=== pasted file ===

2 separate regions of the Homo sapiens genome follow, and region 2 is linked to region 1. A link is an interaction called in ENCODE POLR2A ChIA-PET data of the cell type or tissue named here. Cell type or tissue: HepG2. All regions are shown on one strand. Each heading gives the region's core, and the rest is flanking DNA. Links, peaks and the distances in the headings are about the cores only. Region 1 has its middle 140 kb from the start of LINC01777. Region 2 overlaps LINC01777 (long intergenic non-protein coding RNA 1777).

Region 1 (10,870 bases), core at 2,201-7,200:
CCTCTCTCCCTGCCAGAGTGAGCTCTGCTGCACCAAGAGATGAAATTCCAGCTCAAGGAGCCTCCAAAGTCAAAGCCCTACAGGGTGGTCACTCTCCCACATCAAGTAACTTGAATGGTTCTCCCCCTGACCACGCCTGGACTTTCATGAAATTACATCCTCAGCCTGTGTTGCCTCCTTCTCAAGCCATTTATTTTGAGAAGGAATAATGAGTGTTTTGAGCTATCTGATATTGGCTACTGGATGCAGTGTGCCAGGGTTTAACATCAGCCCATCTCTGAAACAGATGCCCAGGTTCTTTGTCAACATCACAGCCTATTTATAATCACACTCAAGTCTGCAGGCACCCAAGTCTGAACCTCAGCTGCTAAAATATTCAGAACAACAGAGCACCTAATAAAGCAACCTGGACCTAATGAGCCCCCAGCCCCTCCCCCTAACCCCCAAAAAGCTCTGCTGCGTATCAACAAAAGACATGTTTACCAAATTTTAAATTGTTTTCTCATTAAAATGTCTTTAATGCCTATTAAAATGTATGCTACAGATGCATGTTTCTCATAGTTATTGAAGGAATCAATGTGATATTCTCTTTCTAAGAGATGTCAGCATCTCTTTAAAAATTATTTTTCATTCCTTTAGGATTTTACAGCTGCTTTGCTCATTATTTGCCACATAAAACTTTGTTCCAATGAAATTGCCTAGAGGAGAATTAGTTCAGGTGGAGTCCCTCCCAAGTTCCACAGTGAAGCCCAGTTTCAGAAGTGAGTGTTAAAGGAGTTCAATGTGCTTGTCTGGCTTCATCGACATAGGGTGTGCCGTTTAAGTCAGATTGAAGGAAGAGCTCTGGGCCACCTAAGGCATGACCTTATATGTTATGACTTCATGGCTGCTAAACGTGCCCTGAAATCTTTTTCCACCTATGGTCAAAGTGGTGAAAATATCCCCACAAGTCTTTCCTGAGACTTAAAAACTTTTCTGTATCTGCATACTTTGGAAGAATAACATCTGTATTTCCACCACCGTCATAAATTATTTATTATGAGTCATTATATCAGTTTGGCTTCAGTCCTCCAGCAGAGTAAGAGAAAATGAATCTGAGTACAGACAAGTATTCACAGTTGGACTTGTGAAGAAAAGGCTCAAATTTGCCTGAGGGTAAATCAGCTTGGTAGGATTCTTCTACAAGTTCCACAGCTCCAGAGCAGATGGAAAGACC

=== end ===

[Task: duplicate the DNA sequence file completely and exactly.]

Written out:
2 separate regions of the Homo sapiens genome follow, and region 2 is linked to region 1. A link is an interaction called in ENCODE POLR2A ChIA-PET data of the cell type or tissue named here. Cell type or tissue: HepG2. All regions are shown on one strand. Each heading gives the region's core, and the rest is flanking DNA. Links, peaks and the distances in the headings are about the cores only. Region 1 has its middle 140 kb from the start of LINC01777. Region 2 overlaps LINC01777 (long intergenic non-protein coding RNA 1777).

Region 1 (10,870 bases), core at 2,201-7,200:
CCTCTCTCCCTGCCAGAGTGAGCTCTGCTGCACCAAGAGATGAAATTCCAGCTCAAGGAGCCTCCAAAGTCAAAGCCCTACAGGGTGGTCACTCTCCCACATCAAGTAACTTGAATGGTTCTCCCCCTGACCACGCCTGGACTTTCATGAAATTACATCCTCAGCCTGTGTTGCCTCCTTCTCAAGCCATTTATTTTGAGAAGGAATAATGAGTGTTTTGAGCTATCTGATATTGGCTACTGGATGCAGTGTGCCAGGGTTTAACATCAGCCCATCTCTGAAACAGATGCCCAGGTTCTTTGTCAACATCACAGCCTATTTATAATCACACTCAAGTCTGCAGGCACCCAAGTCTGAACCTCAGCTGCTAAAATATTCAGAACAACAGAGCACCTAATAAAGCAACCTGGACCTAATGAGCCCCCAGCCCCTCCCCCTAACCCCCAAAAAGCTCTGCTGCGTATCAACAAAAGACATGTTTACCAAATTTTAAATTGTTTTCTCATTAAAATGTCTTTAATGCCTATTAAAATGTATGCTACAGATGCATGTTTCTCATAGTTATTGAAGGAATCAATGTGATATTCTCTTTCTAAGAGATGTCAGCATCTCTTTAAAAATTATTTTTCATTCCTTTAGGATTTTACAGCTGCTTTGCTCATTATTTGCCACATAAAACTTTGTTCCAATGAAATTGCCTAGAGGAGAATTAGTTCAGGTGGAGTCCCTCCCAAGTTCCACAGTGAAGCCCAGTTTCAGAAGTGAGTGTTAAAGGAGTTCAATGTGCTTGTCTGGCTTCATCGACATAGGGTGTGCCGTTTAAGTCAGATTGAAGGAAGAGCTCTGGGCCACCTAAGGCATGACCTTATATGTTATGACTTCATGGCTGCTAAACGTGCCCTGAAATCTTTTTCCACCTATGGTCAAAGTGGTGAAAATATCCCCACAAGTCTTTCCTGAGACTTAAAAACTTTTCTGTATCTGCATACTTTGGAAGAATAACATCTGTATTTCCACCACCGTCATAAATTATTTATTATGAGTCATTATATCAGTTTGGCTTCAGTCCTCCAGCAGAGTAAGAGAAAATGAATCTGAGTACAGACAAGTATTCACAGTTGGACTTGTGAAGAAAAGGCTCAAATTTGCCTGAGGGTAAATCAGCTTGGTAGGATTCTTCTACAAGTTCCACAGCTCCAGAGCAGATGGAAAGACC